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Not a day goes by where I don't dream about being retired. Waking up whenever I want, planning out my day of leisure and doing what I want when I want to. (Am I right?) But sitting down with those lucky individuals who have reached that sought-after pinnacle in life can oftentimes be so discouraging. Please allow me to explain.

You see, it never fails. Retirees consistently deliver depressing advice to a young daydreamer like me, planning my early retirement. All I seem to hear is:

Ahh, you're way too young to retire! You've got at least another 40 years to go before even considering. I mean, you wouldn't even like it. Three weeks out of the workforce and you'd be itching to get right back in. Just forget about it, kid. Come back and see me in a few more decades.

I know most of you out there probably scoff when you hear a young professional say they're "looking forward to retirement," but in my case, I say it with complete honesty. I think most retirees would agree finally letting go of their careers if retiring allowed them to keep busy with more enjoyable activities. Call me young and misguided, but I'd be lying if I said I didn't look forward to this one day and I consider myself lucky to have discovered this goal so early on in life. Since I recognized this in my early 20s, this has allowed me to develop a sound strategy for the future in hopes retirement may come sooner, rather than later or (gasp) maybe never at all.

My strategy involves contributing to my 401(k) up to my employer's match, maxing out my Roth IRA each year and contributing what's left to a portfolio of roughly 25 dividend-paying stocks in order to take advantage of the power of compounding.

Here are five dividend-payers I've found with a market cap of at least $1 billion, paying a dividend yield of 4% or higher with a forward P/E ratio of 12.5 or lower. Some I own, some I'd love to own when I find some fresh capital.

1. Exelon Corporation (EXC) is my favorite electricity-related holding. Though I may be a young guy, I still love utilities for their ridiculously sensible business models and ability to generate strong cash flows. EXC is currently sporting a forward P/E of 12.5, a dividend yield of 5.5% with a payout ratio of 56%. As a shareholder, I feel very comfortable being a part owner in EXC while reinvesting my dividends at these current prices. In fact, I've been purchasing up shares of this powerhouse over the last few months on dips below $39 a share, and I look forward to holding this steady company for years to come.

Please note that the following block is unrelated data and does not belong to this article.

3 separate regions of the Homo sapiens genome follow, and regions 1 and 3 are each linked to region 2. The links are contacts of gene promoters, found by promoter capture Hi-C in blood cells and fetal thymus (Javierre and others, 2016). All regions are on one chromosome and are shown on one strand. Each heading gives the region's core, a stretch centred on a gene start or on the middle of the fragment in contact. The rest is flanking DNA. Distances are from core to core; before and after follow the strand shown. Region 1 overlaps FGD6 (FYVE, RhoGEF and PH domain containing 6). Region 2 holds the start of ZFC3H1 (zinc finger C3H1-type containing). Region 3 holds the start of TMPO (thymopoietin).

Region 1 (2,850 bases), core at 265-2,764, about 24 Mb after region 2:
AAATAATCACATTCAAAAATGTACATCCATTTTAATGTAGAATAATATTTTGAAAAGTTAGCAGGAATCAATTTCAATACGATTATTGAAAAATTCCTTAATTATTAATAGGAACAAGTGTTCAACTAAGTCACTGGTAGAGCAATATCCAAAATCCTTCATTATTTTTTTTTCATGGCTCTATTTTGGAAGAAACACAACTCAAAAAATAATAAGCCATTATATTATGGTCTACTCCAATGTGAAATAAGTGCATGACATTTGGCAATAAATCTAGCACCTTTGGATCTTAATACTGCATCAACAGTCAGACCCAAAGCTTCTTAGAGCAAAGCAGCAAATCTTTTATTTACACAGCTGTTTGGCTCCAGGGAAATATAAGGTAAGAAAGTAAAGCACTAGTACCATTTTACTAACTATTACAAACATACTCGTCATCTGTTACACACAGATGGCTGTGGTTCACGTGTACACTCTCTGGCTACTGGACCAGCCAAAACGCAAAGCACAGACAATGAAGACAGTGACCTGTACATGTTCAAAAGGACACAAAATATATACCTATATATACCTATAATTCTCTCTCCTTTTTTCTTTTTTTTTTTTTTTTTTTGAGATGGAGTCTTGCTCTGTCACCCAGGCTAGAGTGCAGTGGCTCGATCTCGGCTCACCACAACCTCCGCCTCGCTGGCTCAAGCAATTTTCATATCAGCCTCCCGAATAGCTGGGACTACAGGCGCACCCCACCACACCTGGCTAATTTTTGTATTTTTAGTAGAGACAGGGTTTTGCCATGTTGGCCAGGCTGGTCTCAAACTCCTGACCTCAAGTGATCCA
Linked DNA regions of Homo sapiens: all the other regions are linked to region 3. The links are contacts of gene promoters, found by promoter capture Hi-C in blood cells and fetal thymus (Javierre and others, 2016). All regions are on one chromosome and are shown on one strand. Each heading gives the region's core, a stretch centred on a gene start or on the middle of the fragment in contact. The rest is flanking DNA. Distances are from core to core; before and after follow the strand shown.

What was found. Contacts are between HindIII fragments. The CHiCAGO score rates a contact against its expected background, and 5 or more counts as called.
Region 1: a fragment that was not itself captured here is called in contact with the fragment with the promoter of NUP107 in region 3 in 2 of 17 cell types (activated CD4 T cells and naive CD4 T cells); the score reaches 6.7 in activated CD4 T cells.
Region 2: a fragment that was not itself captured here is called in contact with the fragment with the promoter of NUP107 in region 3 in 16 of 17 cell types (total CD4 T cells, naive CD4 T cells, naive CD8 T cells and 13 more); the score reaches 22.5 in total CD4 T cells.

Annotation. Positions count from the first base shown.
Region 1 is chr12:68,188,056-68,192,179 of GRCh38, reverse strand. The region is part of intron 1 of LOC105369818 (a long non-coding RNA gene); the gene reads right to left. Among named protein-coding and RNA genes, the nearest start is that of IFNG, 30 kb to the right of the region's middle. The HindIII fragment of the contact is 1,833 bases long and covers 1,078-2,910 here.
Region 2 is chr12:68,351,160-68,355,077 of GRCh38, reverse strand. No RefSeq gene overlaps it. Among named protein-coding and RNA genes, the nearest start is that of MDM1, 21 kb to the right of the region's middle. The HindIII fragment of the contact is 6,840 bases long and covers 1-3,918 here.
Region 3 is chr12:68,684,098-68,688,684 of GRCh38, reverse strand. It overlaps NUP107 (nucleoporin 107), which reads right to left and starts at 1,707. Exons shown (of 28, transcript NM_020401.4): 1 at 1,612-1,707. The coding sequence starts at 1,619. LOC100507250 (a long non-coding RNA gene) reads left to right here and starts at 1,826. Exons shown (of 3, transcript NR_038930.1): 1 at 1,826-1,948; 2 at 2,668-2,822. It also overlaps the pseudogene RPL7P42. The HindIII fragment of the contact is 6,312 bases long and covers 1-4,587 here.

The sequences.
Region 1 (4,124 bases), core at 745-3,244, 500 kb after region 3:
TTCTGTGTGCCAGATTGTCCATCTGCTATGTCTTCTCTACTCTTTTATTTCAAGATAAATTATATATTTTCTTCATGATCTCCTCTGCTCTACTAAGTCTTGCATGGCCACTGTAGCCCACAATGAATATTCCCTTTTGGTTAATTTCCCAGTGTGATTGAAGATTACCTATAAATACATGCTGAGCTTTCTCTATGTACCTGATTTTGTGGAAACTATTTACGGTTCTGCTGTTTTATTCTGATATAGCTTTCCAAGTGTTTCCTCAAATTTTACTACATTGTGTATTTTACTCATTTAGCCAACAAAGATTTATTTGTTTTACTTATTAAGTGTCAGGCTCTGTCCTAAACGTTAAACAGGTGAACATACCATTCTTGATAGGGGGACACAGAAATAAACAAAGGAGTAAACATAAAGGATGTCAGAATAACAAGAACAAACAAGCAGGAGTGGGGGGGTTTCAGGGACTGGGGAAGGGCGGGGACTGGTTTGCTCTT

2. GlaxoSmithKline ADR (GSK) engages in the creation and discovery, development, manufacture and marketing of pharmaceutical products. GSK is currently offering a forward P/E of 11.5, a 5.0% dividend with a payout ratio of 69%. According to estimates from our government, American drug purchases may nearly reach $500 billion by the year 2016. Drug production and discovery is supported by a rapidly aging population and specialized drugs for specific diseases have become the focus of much of the drug industry. For the foreseeable future, drug companies like GSK would appear to be good investments for retirees looking to collect a steady income stream.

3. AstraZeneca PLC (AZN) discovers and develops prescription medicines for a variety of diseases and operates in more than 100 countries worldwide. The stock is sporting a forward P/E of 6, a dividend yield north of 6% and a payout ratio of 37%. AZN's consistent revenue stream and history of rising dividends suggest it may be a good candidate for retirees' investment accounts. Again, just like in the case with GSK, healthcare costs are projected to increase significantly, so owning a piece of this industry may perhaps be suitable for an income-generating portfolio.

4. BP plc (BP). I know it's difficult to believe this stock would ever make it on a list of possible income-generating assets after the unfortunate incident of 2010, but many believe BP has a place in retirees' portfolios. With a forward P/E of 6, a dividend yield of 4.5% and a payout ratio of 21%, BP at least deserves a consideration. Exxon Mobil (XOM), BP's largest competitor, predicts the population of the world will hit 8.7 billion by the year 2040, and with expanding populations and the rising economic wealth of third world countries, oil will be in great demand. Companies such as BP that concentrate on exploration, refining and selling are certainly in a position to capitalize on this future demand and will likely dish out strong dividends for many years to come.

5. Siemens AG (SI) engages in technology dealing with electronics and electrical engineering in respect to healthcare and activities in the field of energy and industry. SI is sporting a forward P/E of 10, a dividend yield just above 4% and a payout ratio of 32%. Despite being a very strong brand, Siemens does face various risks, such as the rising cost of raw materials and regulation changes, but with that said, this company has posted impressive return on equity while keeping debt levels reasonably low. SI is certainly an option for retirees looking for strong brands with impressive histories of dishing out dividends.

For the foreseeable future, I suppose I'll continue to stick with my plan of investing a significant portion of my paycheck in dividend-paying stocks while dreaming of a comfortable retirement. Though it very well may be decades until I'm able to retire, at least I'm on a solid, consistent, wealth-building path and have something to look forward to. To all the retirees out there: congratulations and I envy you. See you in a few decades.

Source: 5 High Yielders For A Comfortable Retirement